When I first graduated high school, furthering my education was the last thing on my mind. Although I was already accepted to NMU and had all intentions of attending in the fall, it never struck me that I would actually be attending school. From what I had heard, college was this amazing place where you chose the classes that appealed to you most, only had to attend if you wanted to, rarely had homework and never had class on Fridays. It wasn’t until after I barely passed my classes that I realized how crucial and telling those first fourteen weeks of college life really are.
This occurrence seems common among college freshmen. Many are living on their own for the first time, and the independence is much more appealing than attending classes. Making new friends in the dorms by partying late on Monday nights requires some definite sleeping in, often at the expense of one’s studies. It doesn’t help that the media has always portrayed college as some 24-hour party thrown by Van Wilder himself, where red keg cups and white togas rule all. But on the contrary, the first year of college is actually a rite of passage of sorts. As a result, first-year students are forced to find a balance between their new-found freedom and their demanding studies.
When forced to weigh their priorities right off the bat, many freshmen buckle under the pressure. According to the United States Department of Education, in 2008 alone, 30 percent of students left after their first year of college. Furthermore, half of that number never went on to earn their degree. While money often does play a part in these numbers, many students who leave are either too lethargic to return or simply realize college just isn’t the place for them. In that case, it’s better students finds that out after their first year. What I find disappointing is when students let one lazy semester get in the way of their education.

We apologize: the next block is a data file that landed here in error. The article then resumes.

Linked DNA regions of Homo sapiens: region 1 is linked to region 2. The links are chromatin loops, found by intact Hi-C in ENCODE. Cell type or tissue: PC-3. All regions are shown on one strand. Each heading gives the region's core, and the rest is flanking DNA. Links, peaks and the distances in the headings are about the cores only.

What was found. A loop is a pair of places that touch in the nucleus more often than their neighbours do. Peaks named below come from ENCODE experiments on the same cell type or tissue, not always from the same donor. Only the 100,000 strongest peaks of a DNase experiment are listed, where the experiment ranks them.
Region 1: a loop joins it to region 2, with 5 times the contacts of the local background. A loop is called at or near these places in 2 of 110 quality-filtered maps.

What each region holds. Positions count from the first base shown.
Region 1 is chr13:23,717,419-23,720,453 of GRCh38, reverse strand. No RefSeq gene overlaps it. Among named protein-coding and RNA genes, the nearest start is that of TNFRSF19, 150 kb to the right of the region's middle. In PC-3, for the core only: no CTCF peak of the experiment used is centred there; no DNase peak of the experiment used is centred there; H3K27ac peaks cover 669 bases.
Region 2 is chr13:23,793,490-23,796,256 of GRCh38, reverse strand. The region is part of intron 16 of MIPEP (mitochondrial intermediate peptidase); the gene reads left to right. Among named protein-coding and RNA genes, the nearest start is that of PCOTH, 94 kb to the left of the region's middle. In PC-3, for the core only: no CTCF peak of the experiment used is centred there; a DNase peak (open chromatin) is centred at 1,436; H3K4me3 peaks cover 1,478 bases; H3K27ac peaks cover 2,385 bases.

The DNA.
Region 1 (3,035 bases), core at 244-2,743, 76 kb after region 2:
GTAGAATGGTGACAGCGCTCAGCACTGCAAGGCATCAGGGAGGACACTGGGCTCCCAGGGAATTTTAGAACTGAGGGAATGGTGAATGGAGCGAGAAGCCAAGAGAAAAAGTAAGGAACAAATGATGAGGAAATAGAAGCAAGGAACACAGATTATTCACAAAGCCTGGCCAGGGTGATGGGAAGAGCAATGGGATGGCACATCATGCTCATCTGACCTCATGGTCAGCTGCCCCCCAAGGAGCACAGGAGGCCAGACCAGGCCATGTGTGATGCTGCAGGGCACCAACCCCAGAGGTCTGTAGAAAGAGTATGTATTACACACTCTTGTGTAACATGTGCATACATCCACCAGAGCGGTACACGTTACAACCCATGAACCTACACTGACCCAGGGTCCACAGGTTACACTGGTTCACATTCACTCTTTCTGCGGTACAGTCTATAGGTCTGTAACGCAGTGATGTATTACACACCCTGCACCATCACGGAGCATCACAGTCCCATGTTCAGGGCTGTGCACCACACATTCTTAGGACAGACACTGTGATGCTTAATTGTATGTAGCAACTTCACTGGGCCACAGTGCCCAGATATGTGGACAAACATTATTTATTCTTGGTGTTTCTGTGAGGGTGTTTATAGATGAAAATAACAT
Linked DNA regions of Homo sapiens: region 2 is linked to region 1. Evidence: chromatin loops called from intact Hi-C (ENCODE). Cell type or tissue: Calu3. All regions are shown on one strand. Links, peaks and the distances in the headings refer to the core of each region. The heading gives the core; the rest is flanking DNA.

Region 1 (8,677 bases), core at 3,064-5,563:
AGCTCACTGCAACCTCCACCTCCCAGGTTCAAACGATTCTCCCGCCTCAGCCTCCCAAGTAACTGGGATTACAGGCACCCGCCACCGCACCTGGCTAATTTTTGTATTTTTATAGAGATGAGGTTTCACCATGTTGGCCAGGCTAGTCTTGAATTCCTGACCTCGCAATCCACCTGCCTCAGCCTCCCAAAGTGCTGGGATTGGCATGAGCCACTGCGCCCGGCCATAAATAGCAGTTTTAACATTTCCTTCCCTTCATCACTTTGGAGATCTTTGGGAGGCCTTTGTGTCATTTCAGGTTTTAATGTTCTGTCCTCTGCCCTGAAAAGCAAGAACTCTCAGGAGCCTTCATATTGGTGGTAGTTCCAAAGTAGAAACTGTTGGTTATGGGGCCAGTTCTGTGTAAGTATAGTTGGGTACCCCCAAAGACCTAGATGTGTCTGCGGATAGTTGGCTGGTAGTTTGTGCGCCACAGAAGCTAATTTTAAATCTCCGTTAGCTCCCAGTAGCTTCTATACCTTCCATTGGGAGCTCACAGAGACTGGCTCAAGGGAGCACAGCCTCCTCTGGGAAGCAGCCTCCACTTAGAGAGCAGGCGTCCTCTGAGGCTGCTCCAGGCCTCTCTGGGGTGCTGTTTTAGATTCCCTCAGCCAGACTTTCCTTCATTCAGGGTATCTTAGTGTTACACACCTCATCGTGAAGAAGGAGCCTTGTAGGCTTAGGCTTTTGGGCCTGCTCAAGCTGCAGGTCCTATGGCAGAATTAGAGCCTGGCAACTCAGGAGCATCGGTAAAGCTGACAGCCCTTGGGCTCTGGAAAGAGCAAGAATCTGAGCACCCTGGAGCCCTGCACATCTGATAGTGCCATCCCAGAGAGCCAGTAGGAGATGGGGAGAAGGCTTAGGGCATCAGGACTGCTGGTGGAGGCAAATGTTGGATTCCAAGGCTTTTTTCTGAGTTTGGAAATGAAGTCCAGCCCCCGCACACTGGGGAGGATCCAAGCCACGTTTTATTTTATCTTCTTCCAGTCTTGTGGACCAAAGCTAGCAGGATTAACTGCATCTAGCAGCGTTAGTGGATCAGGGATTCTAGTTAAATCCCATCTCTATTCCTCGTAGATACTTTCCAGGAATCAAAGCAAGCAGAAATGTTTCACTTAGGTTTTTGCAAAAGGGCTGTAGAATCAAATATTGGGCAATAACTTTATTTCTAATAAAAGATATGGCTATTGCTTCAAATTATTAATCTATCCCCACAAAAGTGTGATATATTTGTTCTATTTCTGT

Not to mention, while freshmen at NMU may be stressing over the task of staying afloat with at least “D’s” their first year, they have it relatively lax compared to some colleges. Schools like Harvard Medical School work on a pass/fail grading scale because students become more concerned about excelling when average, or “C,” work is not accepted. With this process, students who produce work considered satisfactory are given a “pass” while students with unsatisfactory work are given a “fail.” This may seem like a nightmare to most college students, especially freshmen, but it may actually pose a valuable argument. If first-year students were aware right away that screwing around would cost them their chance at higher education, I’m certain that first- year drop-out rate would decrease substantially.
After my first fateful semester at NMU, I realized something that incoming freshmen will all realize sooner or later: the first semester of college makes or breaks you. Professors offer greater challenges on purpose, aptly weeding out those who do not make the cut. So to new students trickling on to campus this next semester, remember that while the excitement of college may seem unbearable, don’t forget that one bad semester may ruin the future of your education.